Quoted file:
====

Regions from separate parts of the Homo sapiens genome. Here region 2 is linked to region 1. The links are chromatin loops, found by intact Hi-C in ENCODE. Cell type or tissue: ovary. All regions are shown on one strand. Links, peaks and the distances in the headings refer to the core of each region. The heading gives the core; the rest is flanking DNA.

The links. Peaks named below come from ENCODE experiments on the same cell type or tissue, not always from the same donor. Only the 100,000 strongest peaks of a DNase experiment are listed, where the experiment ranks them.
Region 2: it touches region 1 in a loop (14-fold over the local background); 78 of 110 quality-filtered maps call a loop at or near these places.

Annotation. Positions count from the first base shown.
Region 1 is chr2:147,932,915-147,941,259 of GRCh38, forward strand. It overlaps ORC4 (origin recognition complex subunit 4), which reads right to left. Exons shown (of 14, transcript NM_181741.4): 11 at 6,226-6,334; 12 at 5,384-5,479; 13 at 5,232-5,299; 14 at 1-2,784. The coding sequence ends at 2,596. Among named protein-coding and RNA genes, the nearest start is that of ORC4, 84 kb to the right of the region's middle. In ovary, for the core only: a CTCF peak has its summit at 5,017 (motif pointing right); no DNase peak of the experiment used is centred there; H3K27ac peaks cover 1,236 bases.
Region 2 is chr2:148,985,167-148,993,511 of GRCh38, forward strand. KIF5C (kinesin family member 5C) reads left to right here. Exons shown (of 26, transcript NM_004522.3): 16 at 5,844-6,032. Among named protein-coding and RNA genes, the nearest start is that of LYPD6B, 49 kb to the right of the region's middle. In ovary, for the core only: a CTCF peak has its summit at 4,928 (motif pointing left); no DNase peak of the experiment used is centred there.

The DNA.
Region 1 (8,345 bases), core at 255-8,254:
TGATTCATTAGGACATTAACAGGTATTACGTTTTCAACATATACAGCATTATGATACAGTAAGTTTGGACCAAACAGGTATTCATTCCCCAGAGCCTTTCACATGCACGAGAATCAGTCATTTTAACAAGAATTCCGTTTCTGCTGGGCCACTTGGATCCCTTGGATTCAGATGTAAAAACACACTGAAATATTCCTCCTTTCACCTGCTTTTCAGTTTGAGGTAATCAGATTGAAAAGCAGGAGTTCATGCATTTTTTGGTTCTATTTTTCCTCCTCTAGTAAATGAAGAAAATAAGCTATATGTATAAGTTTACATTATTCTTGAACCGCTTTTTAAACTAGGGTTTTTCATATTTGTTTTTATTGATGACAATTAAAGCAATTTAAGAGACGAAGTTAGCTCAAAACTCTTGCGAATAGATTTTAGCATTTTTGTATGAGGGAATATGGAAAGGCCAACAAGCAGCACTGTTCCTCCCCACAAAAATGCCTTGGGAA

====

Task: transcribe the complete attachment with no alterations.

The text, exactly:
Regions from separate parts of the Homo sapiens genome. Here region 2 is linked to region 1. The links are chromatin loops, found by intact Hi-C in ENCODE. Cell type or tissue: ovary. All regions are shown on one strand. Links, peaks and the distances in the headings refer to the core of each region. The heading gives the core; the rest is flanking DNA.

The links. Peaks named below come from ENCODE experiments on the same cell type or tissue, not always from the same donor. Only the 100,000 strongest peaks of a DNase experiment are listed, where the experiment ranks them.
Region 2: it touches region 1 in a loop (14-fold over the local background); 78 of 110 quality-filtered maps call a loop at or near these places.

Annotation. Positions count from the first base shown.
Region 1 is chr2:147,932,915-147,941,259 of GRCh38, forward strand. It overlaps ORC4 (origin recognition complex subunit 4), which reads right to left. Exons shown (of 14, transcript NM_181741.4): 11 at 6,226-6,334; 12 at 5,384-5,479; 13 at 5,232-5,299; 14 at 1-2,784. The coding sequence ends at 2,596. Among named protein-coding and RNA genes, the nearest start is that of ORC4, 84 kb to the right of the region's middle. In ovary, for the core only: a CTCF peak has its summit at 5,017 (motif pointing right); no DNase peak of the experiment used is centred there; H3K27ac peaks cover 1,236 bases.
Region 2 is chr2:148,985,167-148,993,511 of GRCh38, forward strand. KIF5C (kinesin family member 5C) reads left to right here. Exons shown (of 26, transcript NM_004522.3): 16 at 5,844-6,032. Among named protein-coding and RNA genes, the nearest start is that of LYPD6B, 49 kb to the right of the region's middle. In ovary, for the core only: a CTCF peak has its summit at 4,928 (motif pointing left); no DNase peak of the experiment used is centred there.

The DNA.
Region 1 (8,345 bases), core at 255-8,254:
TGATTCATTAGGACATTAACAGGTATTACGTTTTCAACATATACAGCATTATGATACAGTAAGTTTGGACCAAACAGGTATTCATTCCCCAGAGCCTTTCACATGCACGAGAATCAGTCATTTTAACAAGAATTCCGTTTCTGCTGGGCCACTTGGATCCCTTGGATTCAGATGTAAAAACACACTGAAATATTCCTCCTTTCACCTGCTTTTCAGTTTGAGGTAATCAGATTGAAAAGCAGGAGTTCATGCATTTTTTGGTTCTATTTTTCCTCCTCTAGTAAATGAAGAAAATAAGCTATATGTATAAGTTTACATTATTCTTGAACCGCTTTTTAAACTAGGGTTTTTCATATTTGTTTTTATTGATGACAATTAAAGCAATTTAAGAGACGAAGTTAGCTCAAAACTCTTGCGAATAGATTTTAGCATTTTTGTATGAGGGAATATGGAAAGGCCAACAAGCAGCACTGTTCCTCCCCACAAAAATGCCTTGGGAA